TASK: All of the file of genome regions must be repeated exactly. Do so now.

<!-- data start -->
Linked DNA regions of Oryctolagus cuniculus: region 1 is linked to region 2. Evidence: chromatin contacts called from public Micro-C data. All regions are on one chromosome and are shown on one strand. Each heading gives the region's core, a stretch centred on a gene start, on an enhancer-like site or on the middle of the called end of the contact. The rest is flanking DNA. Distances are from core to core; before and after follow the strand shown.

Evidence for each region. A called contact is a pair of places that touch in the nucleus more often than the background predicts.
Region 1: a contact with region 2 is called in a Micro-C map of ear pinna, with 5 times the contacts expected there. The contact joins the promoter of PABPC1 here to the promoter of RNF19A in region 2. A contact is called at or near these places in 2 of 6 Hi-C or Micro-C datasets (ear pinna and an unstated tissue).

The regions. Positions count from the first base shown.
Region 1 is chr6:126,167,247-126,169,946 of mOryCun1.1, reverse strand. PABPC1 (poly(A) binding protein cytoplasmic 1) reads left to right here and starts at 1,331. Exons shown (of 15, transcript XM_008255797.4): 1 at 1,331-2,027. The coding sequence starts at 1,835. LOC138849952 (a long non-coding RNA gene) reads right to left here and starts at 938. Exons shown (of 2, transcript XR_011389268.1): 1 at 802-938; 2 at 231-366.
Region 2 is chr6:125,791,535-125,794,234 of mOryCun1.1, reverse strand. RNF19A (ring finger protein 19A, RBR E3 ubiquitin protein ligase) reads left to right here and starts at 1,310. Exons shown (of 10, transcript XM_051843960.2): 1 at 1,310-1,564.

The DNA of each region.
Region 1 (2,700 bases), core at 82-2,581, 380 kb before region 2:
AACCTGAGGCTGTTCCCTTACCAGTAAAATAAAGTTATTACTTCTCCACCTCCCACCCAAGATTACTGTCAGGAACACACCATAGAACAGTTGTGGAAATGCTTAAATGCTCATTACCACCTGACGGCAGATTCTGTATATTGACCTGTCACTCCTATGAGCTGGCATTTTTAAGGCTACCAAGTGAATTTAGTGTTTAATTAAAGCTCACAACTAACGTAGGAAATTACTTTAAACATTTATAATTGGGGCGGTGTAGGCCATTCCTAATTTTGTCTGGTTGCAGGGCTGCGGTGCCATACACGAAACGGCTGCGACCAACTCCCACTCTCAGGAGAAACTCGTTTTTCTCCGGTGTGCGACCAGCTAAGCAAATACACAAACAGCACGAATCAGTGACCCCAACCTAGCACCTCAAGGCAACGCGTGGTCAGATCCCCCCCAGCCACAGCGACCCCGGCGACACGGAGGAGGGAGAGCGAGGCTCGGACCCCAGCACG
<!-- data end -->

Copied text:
Linked DNA regions of Oryctolagus cuniculus: region 1 is linked to region 2. Evidence: chromatin contacts called from public Micro-C data. All regions are on one chromosome and are shown on one strand. Each heading gives the region's core, a stretch centred on a gene start, on an enhancer-like site or on the middle of the called end of the contact. The rest is flanking DNA. Distances are from core to core; before and after follow the strand shown.

Evidence for each region. A called contact is a pair of places that touch in the nucleus more often than the background predicts.
Region 1: a contact with region 2 is called in a Micro-C map of ear pinna, with 5 times the contacts expected there. The contact joins the promoter of PABPC1 here to the promoter of RNF19A in region 2. A contact is called at or near these places in 2 of 6 Hi-C or Micro-C datasets (ear pinna and an unstated tissue).

The regions. Positions count from the first base shown.
Region 1 is chr6:126,167,247-126,169,946 of mOryCun1.1, reverse strand. PABPC1 (poly(A) binding protein cytoplasmic 1) reads left to right here and starts at 1,331. Exons shown (of 15, transcript XM_008255797.4): 1 at 1,331-2,027. The coding sequence starts at 1,835. LOC138849952 (a long non-coding RNA gene) reads right to left here and starts at 938. Exons shown (of 2, transcript XR_011389268.1): 1 at 802-938; 2 at 231-366.
Region 2 is chr6:125,791,535-125,794,234 of mOryCun1.1, reverse strand. RNF19A (ring finger protein 19A, RBR E3 ubiquitin protein ligase) reads left to right here and starts at 1,310. Exons shown (of 10, transcript XM_051843960.2): 1 at 1,310-1,564.

The DNA of each region.
Region 1 (2,700 bases), core at 82-2,581, 380 kb before region 2:
AACCTGAGGCTGTTCCCTTACCAGTAAAATAAAGTTATTACTTCTCCACCTCCCACCCAAGATTACTGTCAGGAACACACCATAGAACAGTTGTGGAAATGCTTAAATGCTCATTACCACCTGACGGCAGATTCTGTATATTGACCTGTCACTCCTATGAGCTGGCATTTTTAAGGCTACCAAGTGAATTTAGTGTTTAATTAAAGCTCACAACTAACGTAGGAAATTACTTTAAACATTTATAATTGGGGCGGTGTAGGCCATTCCTAATTTTGTCTGGTTGCAGGGCTGCGGTGCCATACACGAAACGGCTGCGACCAACTCCCACTCTCAGGAGAAACTCGTTTTTCTCCGGTGTGCGACCAGCTAAGCAAATACACAAACAGCACGAATCAGTGACCCCAACCTAGCACCTCAAGGCAACGCGTGGTCAGATCCCCCCCAGCCACAGCGACCCCGGCGACACGGAGGAGGGAGAGCGAGGCTCGGACCCCAGCACG